This has been, and still is, a sad week in the football community of not only the North East, but the country as a whole.
On Monday, it was announced that the administrators that had taken control of Darlington FC had sacked the entire playing staff and manager Craig Liddle, leaving the club in dire straights, and fighting for their lives against all the odds. Although things haven't been officially declared over and done with at The Darlington Arena and there are more positive signs starting to emerge, you can't help but feel immeasurably sorry for the team's fans.
With that in mind, and with it being easy to point something of a finger of blame at former chairman George Reynolds, I thought it would be a good time to take a look at some of the egotistical b*llends that have ruined football clubs across the land in the past, and should never have been allowed into the game in the first place. For all we like to laugh at our friends up the road and their tracksuit-flogging chief, these fellas make him look like a saint.
Rather than tuck straight into the horrorshow that is Darlington, the logical place to start is one of the most well-known stories of recent times. A man who has made a habit of ruining football clubs. A man who makes it look like a hobby. That man is, of course, Peter Ridsdale.
Although it wasn't always the way at Leeds, the head honcho soon ran into trouble when he borrowed more than £60m against future gate receipts when the Yorkshire club were enjoying a successful time in the Champions League. This was all hinged on the fact that they would qualify for the competition the following season. It goes without saying that this didn't happen, and the club became riddled with a debt that was rather huge at the time.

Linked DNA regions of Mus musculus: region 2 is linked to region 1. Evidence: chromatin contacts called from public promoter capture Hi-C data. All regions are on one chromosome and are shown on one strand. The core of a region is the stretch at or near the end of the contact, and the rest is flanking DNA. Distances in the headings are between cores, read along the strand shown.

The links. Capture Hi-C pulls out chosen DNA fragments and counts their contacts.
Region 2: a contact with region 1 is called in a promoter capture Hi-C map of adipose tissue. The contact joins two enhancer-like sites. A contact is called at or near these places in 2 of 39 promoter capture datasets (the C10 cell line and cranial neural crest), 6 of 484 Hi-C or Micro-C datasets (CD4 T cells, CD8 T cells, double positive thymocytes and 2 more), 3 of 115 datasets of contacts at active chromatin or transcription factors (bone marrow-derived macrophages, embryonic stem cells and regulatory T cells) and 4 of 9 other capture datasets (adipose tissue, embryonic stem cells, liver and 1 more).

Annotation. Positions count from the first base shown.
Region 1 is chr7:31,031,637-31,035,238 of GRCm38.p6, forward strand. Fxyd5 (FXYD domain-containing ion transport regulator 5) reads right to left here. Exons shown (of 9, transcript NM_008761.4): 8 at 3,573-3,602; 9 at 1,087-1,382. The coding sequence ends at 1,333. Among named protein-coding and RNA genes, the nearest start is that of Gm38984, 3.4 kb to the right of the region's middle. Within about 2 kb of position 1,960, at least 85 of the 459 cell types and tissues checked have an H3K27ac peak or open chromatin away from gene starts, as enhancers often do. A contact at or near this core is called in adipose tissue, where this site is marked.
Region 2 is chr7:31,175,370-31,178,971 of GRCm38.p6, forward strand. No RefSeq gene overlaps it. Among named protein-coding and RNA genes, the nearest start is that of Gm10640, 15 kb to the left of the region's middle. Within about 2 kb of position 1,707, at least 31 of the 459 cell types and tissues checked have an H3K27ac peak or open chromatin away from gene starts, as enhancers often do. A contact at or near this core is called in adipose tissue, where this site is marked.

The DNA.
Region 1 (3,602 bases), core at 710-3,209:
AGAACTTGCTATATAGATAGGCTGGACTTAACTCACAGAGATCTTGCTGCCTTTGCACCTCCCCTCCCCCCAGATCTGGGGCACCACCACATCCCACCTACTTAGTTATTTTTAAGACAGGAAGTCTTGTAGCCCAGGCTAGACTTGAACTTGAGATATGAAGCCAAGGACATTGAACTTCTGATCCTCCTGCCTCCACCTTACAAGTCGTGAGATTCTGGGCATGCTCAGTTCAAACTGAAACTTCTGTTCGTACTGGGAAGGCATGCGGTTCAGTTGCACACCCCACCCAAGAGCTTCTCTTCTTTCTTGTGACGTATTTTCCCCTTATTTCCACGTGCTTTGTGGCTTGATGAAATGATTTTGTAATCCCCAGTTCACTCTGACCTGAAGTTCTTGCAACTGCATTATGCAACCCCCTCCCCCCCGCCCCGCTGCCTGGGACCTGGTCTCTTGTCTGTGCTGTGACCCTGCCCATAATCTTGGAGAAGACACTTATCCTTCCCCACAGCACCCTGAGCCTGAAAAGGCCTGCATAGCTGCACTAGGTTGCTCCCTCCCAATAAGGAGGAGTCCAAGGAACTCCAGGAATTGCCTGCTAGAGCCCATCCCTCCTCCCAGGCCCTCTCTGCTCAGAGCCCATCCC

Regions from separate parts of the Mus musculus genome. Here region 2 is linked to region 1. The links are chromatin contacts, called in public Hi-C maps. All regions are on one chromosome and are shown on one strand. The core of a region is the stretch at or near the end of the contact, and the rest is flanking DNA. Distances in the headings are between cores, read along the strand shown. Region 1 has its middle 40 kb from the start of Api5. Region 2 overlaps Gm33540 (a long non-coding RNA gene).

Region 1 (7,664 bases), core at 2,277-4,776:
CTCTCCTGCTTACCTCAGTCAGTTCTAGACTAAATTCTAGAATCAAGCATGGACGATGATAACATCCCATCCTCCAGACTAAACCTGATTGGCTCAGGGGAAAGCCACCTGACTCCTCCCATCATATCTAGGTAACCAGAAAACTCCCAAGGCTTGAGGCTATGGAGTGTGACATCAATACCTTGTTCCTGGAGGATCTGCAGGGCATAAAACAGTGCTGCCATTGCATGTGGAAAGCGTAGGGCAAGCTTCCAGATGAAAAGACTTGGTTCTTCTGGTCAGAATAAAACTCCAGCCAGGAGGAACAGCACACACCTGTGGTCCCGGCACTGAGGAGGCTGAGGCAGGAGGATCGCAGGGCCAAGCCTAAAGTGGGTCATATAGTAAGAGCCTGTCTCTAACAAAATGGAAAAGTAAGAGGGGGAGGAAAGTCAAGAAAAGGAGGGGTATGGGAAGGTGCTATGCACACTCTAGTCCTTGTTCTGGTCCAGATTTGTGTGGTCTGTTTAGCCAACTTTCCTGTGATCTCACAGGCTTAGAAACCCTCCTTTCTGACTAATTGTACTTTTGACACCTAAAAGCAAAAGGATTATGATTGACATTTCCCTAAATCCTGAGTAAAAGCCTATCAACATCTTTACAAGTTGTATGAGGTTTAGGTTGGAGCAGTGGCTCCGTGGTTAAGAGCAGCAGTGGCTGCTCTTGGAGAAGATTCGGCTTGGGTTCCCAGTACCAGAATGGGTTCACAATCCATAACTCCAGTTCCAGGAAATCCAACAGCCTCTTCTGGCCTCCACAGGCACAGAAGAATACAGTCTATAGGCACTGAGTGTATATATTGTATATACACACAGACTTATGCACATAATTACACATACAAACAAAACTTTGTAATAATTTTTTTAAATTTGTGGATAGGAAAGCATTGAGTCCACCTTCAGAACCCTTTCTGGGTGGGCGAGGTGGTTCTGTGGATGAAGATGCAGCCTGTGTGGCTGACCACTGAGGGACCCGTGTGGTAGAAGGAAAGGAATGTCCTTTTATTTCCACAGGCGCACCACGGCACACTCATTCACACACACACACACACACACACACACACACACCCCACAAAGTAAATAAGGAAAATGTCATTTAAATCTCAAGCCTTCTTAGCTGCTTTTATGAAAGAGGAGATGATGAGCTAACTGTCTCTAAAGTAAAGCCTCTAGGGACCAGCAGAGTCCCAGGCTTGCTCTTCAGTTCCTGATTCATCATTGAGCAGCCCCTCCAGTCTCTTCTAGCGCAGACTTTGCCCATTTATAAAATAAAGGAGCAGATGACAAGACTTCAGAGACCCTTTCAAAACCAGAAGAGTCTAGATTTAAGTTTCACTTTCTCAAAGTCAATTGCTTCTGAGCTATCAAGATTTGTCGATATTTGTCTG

Of course, famously, that wasn't what got the headlines. The whole Leeds operation was to become a joke, and it all stemmed from the man at the top. While the club were in financial dire straits, money was been splashed up the wall on a fleet of company cars for directors and a private jet. Fit and proper person? Doesn't look like it, does it?
However, the most entertaining story to come out of Leeds at the time was about the much-publicised fish in the Elland Road board room. Although they actually only cost the club a measly £20 a month, on top of a hell of a lot of pennies on a posh tank, the little swimmers were on loan at Leeds. Why? Because, in Ridsdale's words, 'It ensured that they would always be fed if someone wasn't in the office."
So, after slipping one to Leeds where the sun doesn't shine, and been cast out of West Yorkshire, the chairman extraordinaire decided to chance his arm in South Yorkshire instead, and pushed Barnsley to the brink of extinction before local businessman Patrick Cryne stepped in to steady the ship. However, Tykes fans can thank themselves lucky really that the damage stopped there.
Skip forward a few years to Cardiff City, and with Mr Ridsdale in charge, yet another club found itself on the verge of liquidation. When he walked away from Wales, not only had he conned season ticket holders, but he'd dragged the club through the courts to face no-less than five winding up orders, before nipping over the bridge with debts of £65m against the Bluebirds. Fans would never forgive him for making them shell out £400 for their season ticket under the impression that the money would be spent on players in the January transfer window. Was there any money available when the window opened? God no. That's not Ridsdale's way.
And on we move to Plymouth Argyle. Where, despite Peter Reid investing his own money into the club to pay the youth team players and the gas bill, he was unceremoniously dumped out of the club by his new chairman within a couple of weeks. Okay, so this time the club was on a frankly terrible run of form and struggling in League Two, but it does bring up some questions about decisions based on morality within the game.